Cuba 1
Tuesday, September 17, 2013
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I’ve heard you don’t forget your first.  Honestly, my first is best left forgotten, but that’s a story for another time.  As you know, after the 2nd or 12th or maybe the 283rd , it all begins to blur, but my first bonefish – I won’t forget that experience - not ever.

Cuba.  The flats of Cayo Romano hug the north coast maybe 500 km to the east of the Partagas cigar factory, dead in the center of old Havana.  Richard French from #Slipstream Angling in Toronto brought the small group of us to the flats of Cayo Romano.  My first time on that kind of water, in that kind of sun, surrounded by that kind of expanse.  Standing on the bow of the flats boat, I felt oddly taller than normal – almost as though I grew a few inches in a few seconds simply in response to the sense of surrounding space and distance.  Cuba is larger than life.  The 366 square kilometers of Cayo Romano flats are larger still, with unmolested bonefish, tarpon, and permit.

Juan had only been on the pole for maybe five minutes when he yelled a whisper to me “Pescado en cuarenta pies de las once”.  You guys who have done this stuff know the routine.  The shallow water was the color of a silver cream rippled 4x8 sheet of aluminum.  The sky was buffed silver blue.  The sand was on the warm cream side of silver.  The fish was the color of air and impossible to see at 40ft, eleven o’clock, moving left to right, through choppy water at this very moment.  Without any experience or any clue for that matter, I actually managed to see a spec of disturbance at that distance and that black dot of a fish eye tied up inside all that silver cream.  No idea how I saw it, but I did.  Call it a one time only gift from God.  One backcast and I’d double hauled a crab pattern to five feet in front of a perfect swimming machine.  Now what?

I have to say the strike was uneventful.  The odd steelhead on the Hoh River might act the same.  The line stopped solid and then continued to move slowly left to right.  I thought “cool, hooked my first bonefish in ten minutes.  Exciting, but I been here before with much bigger fish.  I know what I’m doing.  I ain’t no fool.”  I reached up to start to reel the fish in, and suddenly both Richard and Juan screamed “Don’t touch the fucking reel!”  Richard grabbed toward my hand.  My fingers had not yet reached the reel handle at the moment when the bone fish spontaneously combusted and  decided to instantly turn and leave Cuba for Key West without me figured into the mix.  A nuclear bomb of a run.  I just looked at the reel as it screamed.  Had it been my $250 trout reel, it would have melted in my hands.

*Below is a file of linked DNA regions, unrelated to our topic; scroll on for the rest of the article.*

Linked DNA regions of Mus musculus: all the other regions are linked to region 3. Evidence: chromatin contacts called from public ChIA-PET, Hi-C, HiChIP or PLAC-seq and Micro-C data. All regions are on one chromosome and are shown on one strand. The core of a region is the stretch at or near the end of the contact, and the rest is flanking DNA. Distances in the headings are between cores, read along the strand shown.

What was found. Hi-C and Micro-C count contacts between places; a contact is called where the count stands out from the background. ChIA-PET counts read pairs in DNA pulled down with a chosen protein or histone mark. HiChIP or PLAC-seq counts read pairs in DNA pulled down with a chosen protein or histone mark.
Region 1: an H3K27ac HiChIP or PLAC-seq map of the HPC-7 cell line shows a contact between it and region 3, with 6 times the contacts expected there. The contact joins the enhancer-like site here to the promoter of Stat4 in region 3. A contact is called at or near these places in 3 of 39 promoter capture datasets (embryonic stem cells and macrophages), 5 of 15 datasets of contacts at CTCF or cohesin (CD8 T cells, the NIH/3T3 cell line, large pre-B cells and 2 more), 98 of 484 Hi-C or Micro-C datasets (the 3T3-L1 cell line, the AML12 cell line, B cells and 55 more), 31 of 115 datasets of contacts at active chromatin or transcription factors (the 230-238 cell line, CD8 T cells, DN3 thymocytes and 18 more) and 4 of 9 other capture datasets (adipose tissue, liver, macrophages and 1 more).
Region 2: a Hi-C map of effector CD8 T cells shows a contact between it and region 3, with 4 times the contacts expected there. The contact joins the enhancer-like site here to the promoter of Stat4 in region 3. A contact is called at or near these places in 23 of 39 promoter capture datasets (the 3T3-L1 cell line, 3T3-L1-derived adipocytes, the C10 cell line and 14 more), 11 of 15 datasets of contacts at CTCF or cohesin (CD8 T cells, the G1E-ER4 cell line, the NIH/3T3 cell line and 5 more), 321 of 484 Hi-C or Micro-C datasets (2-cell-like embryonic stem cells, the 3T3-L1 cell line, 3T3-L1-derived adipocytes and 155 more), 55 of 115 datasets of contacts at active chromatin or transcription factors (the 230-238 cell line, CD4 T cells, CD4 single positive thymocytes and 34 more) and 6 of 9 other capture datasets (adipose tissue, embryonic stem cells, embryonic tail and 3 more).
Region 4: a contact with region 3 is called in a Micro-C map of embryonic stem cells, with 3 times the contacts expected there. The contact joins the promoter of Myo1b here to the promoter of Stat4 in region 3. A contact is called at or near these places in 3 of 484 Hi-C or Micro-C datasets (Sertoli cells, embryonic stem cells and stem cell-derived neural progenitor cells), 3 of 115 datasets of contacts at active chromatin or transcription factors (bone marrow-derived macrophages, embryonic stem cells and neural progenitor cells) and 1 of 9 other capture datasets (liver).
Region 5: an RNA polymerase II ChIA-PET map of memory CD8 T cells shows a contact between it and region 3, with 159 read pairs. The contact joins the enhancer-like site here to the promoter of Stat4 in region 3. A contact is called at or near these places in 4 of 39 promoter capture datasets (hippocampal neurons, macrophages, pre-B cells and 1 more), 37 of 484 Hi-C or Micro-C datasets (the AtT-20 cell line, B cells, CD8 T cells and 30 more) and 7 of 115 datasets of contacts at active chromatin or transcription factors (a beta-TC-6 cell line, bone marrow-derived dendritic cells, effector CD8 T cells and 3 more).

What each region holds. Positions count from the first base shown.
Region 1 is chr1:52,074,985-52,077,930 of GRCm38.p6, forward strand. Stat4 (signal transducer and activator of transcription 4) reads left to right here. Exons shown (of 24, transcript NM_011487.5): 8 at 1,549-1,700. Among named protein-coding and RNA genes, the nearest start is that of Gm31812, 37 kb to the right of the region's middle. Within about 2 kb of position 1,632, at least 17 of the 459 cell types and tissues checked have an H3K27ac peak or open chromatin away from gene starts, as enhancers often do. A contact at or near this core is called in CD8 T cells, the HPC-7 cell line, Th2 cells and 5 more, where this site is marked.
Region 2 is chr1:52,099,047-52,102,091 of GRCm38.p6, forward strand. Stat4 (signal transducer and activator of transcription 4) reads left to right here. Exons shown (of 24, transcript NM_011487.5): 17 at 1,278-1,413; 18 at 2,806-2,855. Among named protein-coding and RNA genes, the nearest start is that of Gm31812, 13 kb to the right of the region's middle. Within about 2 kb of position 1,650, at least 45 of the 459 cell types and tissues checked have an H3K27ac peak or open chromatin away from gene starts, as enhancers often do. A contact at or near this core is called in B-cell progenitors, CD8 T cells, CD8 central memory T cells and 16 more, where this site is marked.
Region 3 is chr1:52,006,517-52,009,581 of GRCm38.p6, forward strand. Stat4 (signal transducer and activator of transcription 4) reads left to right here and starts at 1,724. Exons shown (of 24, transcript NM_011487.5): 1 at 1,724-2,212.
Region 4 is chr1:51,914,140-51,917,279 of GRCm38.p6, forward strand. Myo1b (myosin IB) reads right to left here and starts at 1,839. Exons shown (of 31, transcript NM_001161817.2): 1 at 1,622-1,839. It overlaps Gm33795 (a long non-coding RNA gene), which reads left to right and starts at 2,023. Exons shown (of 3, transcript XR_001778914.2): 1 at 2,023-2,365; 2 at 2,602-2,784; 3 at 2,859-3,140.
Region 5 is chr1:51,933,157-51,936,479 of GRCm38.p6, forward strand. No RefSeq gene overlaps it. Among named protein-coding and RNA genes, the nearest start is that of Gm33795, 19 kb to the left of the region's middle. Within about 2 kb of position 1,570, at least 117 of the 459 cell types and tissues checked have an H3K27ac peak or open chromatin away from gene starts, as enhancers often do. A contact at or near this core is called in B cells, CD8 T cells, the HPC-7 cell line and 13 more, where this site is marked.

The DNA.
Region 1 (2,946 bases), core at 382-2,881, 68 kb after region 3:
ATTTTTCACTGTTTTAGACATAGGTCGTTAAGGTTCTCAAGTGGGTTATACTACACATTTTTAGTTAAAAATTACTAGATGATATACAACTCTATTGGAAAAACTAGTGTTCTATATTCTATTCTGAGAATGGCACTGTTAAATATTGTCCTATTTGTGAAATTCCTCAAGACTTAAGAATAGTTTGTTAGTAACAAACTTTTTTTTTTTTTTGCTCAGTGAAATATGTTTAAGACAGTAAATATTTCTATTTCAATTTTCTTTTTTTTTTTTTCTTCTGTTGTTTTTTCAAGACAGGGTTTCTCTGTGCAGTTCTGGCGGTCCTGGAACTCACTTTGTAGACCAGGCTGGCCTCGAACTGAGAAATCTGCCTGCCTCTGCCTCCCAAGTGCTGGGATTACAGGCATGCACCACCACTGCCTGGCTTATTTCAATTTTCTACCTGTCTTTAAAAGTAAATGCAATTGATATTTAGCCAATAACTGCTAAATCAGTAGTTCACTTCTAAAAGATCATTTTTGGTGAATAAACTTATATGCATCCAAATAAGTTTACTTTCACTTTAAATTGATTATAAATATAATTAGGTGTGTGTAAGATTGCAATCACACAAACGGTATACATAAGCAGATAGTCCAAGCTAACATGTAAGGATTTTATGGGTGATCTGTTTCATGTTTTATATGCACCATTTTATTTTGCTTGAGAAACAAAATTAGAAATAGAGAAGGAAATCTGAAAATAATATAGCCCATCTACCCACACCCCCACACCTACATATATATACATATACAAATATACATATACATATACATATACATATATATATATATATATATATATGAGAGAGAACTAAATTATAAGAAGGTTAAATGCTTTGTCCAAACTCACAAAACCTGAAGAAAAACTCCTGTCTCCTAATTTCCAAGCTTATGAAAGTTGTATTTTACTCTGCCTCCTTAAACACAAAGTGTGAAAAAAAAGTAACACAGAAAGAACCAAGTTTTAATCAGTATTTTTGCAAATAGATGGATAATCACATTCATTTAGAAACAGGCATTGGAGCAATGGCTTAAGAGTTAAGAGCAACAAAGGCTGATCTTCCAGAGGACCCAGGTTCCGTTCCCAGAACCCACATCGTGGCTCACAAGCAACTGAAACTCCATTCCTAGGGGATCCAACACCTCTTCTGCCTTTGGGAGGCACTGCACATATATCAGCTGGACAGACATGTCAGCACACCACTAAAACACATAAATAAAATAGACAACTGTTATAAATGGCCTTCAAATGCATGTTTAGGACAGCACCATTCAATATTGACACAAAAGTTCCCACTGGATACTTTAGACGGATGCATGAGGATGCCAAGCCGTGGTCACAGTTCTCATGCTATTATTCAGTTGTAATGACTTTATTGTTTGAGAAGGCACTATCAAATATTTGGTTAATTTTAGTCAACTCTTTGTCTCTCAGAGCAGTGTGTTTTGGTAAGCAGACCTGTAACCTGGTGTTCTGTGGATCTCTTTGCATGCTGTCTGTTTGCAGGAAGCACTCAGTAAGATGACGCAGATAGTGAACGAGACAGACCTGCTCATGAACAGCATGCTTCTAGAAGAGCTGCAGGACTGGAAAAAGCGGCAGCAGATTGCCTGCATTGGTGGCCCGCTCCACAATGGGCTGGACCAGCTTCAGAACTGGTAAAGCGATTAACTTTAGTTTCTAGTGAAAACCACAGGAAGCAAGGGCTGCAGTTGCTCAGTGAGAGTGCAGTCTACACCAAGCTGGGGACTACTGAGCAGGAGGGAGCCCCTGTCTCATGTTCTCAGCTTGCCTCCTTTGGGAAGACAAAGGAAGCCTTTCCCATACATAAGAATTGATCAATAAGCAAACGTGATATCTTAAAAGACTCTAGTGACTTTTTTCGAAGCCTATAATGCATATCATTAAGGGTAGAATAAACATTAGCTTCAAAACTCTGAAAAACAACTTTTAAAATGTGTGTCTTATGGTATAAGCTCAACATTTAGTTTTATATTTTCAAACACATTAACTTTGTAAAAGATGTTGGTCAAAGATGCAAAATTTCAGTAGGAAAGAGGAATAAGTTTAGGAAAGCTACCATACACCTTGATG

You know the rest of the story.  One of the great experiences.  I can see how grown adult people can get mindlessly addicted to this sort of thing.  It’s like nothing else.  I don’t know if I’ll ever get to go bonefishing in Cuba again or bone fishing period.  I just don’t know.  But it really doesn’t matter.  This moment is burned into me.

I took a couple quick portraits of the fish before we let it go.  I’m happy with them.  Most shots of fish seem like it’s actually more a shot of the angler holding up a fish as though it’s some manner of trophy or some kind of accomplishment.  This was an honor, not an accomplishment.  I love the way that Juan seemed to gently cradle the fish as though it was a baby bird or a fragile porcelan statuette.  We caught more bonefish that day, but this was my first, and as you know, you never forget your first.  Bonefish.

My favorite bonefish portrait.  My first bonefish.  Something elemental about this fish.  They're almost impossible to see in the water and you can see why in this photo.  Water and fish pretty much match.  The guys who are flat out obsessed with these fish suggest the only way to spot them from 30 feet away standing on a flats boat is to key in on that black eye.  By any standard on your best day that ain't no easy trick.


Just a couple thousand hand tied bone fish flies.  Not sure where you buy that kind of time, but whereever you find it, it ain't cheap.

By any measure, a kick your ass swimming maching. 

Standard crab fare for hungry bone fish.  The bone fish cruise the flats with their tails in the air and their noses crammed in the sandy bottom looking for these little guys.

Chasing after a bone fish in less than two feet of water can be a circucs and then some.


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